1940s Vega Electrovox Archtop Electric Tenor Guitar

I kid you not -- but for about three months, now, I've been on the prowl for an older electric tenor guitar. I used to play mandolin a lot more than I do now (when we do the jams on Saturday mornings I don't like to crowd other mandolin players' frewquency range with my own) and my mind still thinks lead-lines in fifths. Gibsons and Epiphones were beyond my budget and I'd been thinking about Vegas but not seeing any readily available. Speed up to today and in walks this thing. I know this seems to happen a lot on the blog, but it doesn't happen so perfectly all the time.

Some work-trade and greenbacks later and this beaut became mine. With about 45 minutes left to my work day, I managed to give this a fret level/dress, polish it up, and set it up with a set of strings for GDAE (octave mandolin) tuning. In the pics it has a wound-A setup, but after I took them I went to a plain A and compensated the bridge for it. It's running gauges 38w, 28w, 17, 12 and it sounds kick-butt and is sporting spot-on 1/16" action at the 12th fret.

The finish is in excellent shape and the instrument is 100% original. These bodies are ply throughout with a fancy, flamed-maple veneer on all sides. The neck is mahogany and the board and bridge topper are rosewood, though the bridge base is actually painted maple. Curious!

Clearly, Vega built these to look great (it's a full 16" on the lower bout and the natural finish would have been very hip for the time) and also built them to hold-up to the road. The ply is fairly thick and the body features a couple of soundposts connecting the top and back and thus making it a bit like a blocked semi-hollow design. It's reassuring to have all that heft.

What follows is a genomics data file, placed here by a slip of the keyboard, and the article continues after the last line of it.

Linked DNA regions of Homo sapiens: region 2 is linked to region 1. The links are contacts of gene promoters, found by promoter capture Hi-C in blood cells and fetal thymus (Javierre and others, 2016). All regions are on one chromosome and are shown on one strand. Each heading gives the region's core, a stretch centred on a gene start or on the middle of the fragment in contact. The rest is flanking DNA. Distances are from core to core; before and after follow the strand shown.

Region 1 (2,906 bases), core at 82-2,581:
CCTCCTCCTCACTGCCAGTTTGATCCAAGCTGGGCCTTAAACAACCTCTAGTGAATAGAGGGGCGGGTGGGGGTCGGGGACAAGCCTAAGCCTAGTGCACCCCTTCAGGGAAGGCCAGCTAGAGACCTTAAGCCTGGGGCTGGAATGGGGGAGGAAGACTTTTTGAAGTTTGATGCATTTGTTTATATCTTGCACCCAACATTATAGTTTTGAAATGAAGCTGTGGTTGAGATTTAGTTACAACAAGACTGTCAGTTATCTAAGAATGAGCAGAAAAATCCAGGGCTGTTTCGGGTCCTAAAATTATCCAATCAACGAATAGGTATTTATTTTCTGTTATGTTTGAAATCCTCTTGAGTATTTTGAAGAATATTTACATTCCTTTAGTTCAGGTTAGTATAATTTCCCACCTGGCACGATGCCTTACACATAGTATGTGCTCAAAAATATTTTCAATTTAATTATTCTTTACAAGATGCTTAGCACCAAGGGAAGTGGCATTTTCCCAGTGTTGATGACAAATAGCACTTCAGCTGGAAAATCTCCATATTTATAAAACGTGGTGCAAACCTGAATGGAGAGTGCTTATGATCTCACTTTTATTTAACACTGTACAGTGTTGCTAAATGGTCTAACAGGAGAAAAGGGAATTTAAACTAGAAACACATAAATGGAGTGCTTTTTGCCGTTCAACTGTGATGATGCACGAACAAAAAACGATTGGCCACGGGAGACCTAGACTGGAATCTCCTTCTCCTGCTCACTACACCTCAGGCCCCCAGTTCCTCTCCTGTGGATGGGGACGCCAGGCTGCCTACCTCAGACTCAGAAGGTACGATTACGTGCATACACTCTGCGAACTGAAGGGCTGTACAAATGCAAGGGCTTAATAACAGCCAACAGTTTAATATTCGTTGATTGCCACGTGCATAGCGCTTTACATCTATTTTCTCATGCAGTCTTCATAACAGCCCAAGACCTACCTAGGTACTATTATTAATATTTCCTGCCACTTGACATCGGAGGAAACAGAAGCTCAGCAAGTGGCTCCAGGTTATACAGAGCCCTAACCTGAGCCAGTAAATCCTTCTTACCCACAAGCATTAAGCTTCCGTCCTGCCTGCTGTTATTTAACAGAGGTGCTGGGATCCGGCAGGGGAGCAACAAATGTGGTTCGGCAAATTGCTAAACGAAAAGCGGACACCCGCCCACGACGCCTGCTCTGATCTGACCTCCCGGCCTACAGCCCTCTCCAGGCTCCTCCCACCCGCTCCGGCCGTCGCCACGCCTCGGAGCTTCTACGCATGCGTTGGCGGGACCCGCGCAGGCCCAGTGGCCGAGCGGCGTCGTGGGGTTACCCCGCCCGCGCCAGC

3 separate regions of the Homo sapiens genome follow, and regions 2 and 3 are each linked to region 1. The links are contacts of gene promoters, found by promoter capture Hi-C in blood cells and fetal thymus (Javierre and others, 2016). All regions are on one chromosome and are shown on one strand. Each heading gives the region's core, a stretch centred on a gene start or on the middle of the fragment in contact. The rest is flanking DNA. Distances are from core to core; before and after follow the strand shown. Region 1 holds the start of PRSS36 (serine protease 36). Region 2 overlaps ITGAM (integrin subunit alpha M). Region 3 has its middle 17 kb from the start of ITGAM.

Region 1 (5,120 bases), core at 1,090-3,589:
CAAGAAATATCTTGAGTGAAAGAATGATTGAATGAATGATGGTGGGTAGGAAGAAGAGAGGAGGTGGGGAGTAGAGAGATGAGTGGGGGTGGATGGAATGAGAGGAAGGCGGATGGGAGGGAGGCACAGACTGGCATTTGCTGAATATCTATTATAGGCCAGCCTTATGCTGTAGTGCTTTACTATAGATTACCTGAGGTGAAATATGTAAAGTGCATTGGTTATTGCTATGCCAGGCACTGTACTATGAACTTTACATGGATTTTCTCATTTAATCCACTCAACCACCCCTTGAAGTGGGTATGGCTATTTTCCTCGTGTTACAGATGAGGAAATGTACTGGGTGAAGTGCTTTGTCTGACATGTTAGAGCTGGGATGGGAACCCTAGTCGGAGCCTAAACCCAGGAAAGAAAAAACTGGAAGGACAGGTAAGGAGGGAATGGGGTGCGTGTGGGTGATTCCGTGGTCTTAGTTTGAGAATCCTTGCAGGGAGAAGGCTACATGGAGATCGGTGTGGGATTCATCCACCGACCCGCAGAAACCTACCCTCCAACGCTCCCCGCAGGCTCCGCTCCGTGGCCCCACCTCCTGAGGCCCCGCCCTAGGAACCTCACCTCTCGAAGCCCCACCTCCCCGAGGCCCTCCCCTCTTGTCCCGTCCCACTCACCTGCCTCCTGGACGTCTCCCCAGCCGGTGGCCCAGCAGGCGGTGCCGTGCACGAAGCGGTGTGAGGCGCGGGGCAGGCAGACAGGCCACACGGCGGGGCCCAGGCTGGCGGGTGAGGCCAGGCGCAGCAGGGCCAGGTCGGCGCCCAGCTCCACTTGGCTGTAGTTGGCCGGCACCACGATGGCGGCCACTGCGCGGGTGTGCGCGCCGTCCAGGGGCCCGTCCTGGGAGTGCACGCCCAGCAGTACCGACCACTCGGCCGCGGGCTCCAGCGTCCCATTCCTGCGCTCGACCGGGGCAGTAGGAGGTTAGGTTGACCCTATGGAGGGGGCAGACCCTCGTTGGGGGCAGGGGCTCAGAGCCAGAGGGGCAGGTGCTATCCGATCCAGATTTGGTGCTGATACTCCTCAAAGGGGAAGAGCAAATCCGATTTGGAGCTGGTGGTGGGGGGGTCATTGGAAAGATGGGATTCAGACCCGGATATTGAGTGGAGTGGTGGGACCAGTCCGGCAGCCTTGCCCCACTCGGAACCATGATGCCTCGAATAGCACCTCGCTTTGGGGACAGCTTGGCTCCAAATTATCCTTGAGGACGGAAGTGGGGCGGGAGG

Check out the wear and tear in the board itself -- this was played.

This pickup sounds super. It's a strange mix of a P90 growl, a Jazzmaster breadth and focus, and a Dynasonic's smack and zap. I think its closest relative, tone-wise, are the pickups in some old Gibson lap steels with non-adjustable poles.

Who doesn't love seeing dials like that?

Here's one of the soundposts.

The icing on the cake is the original hard case.

Not to mention -- the original inspection tag! Sheesh!


Brad Smith said…
Sounds and looks awesome. LOVE a good old Vega!
Nick R said…
That looks great! Here's Eddie Peabody- just a few years earlier with his electric band. This was filmed in England in 1938 and it also appears that he has joined the Royal Navy! He makes it all look so easy- he calls the tenor guitar the Spanish guitar. Anyway, Eddie was a naval man- he had been a submariner and his small stature was ideal for a sub! Big personality though and outrageously good player!

daverepair said…
This comment has been removed by the author.
daverepair said…
Awww...that's pretty!
Rob Gardner said…
Boy from the fingerboard and the back of the neck that little beauty has really been played, but the body and the case are in great shape. Somebody really took care of that. What a great find. And the case and the tags and those great dials on the potentiomiters (or however you spell it). I hope to be hearing that next time the orchestra gathers.
Jake Wildwood said…
Rob -- Yup! I get to relax with it as I'll be playing mando and guitar at the same time, hah hah... :)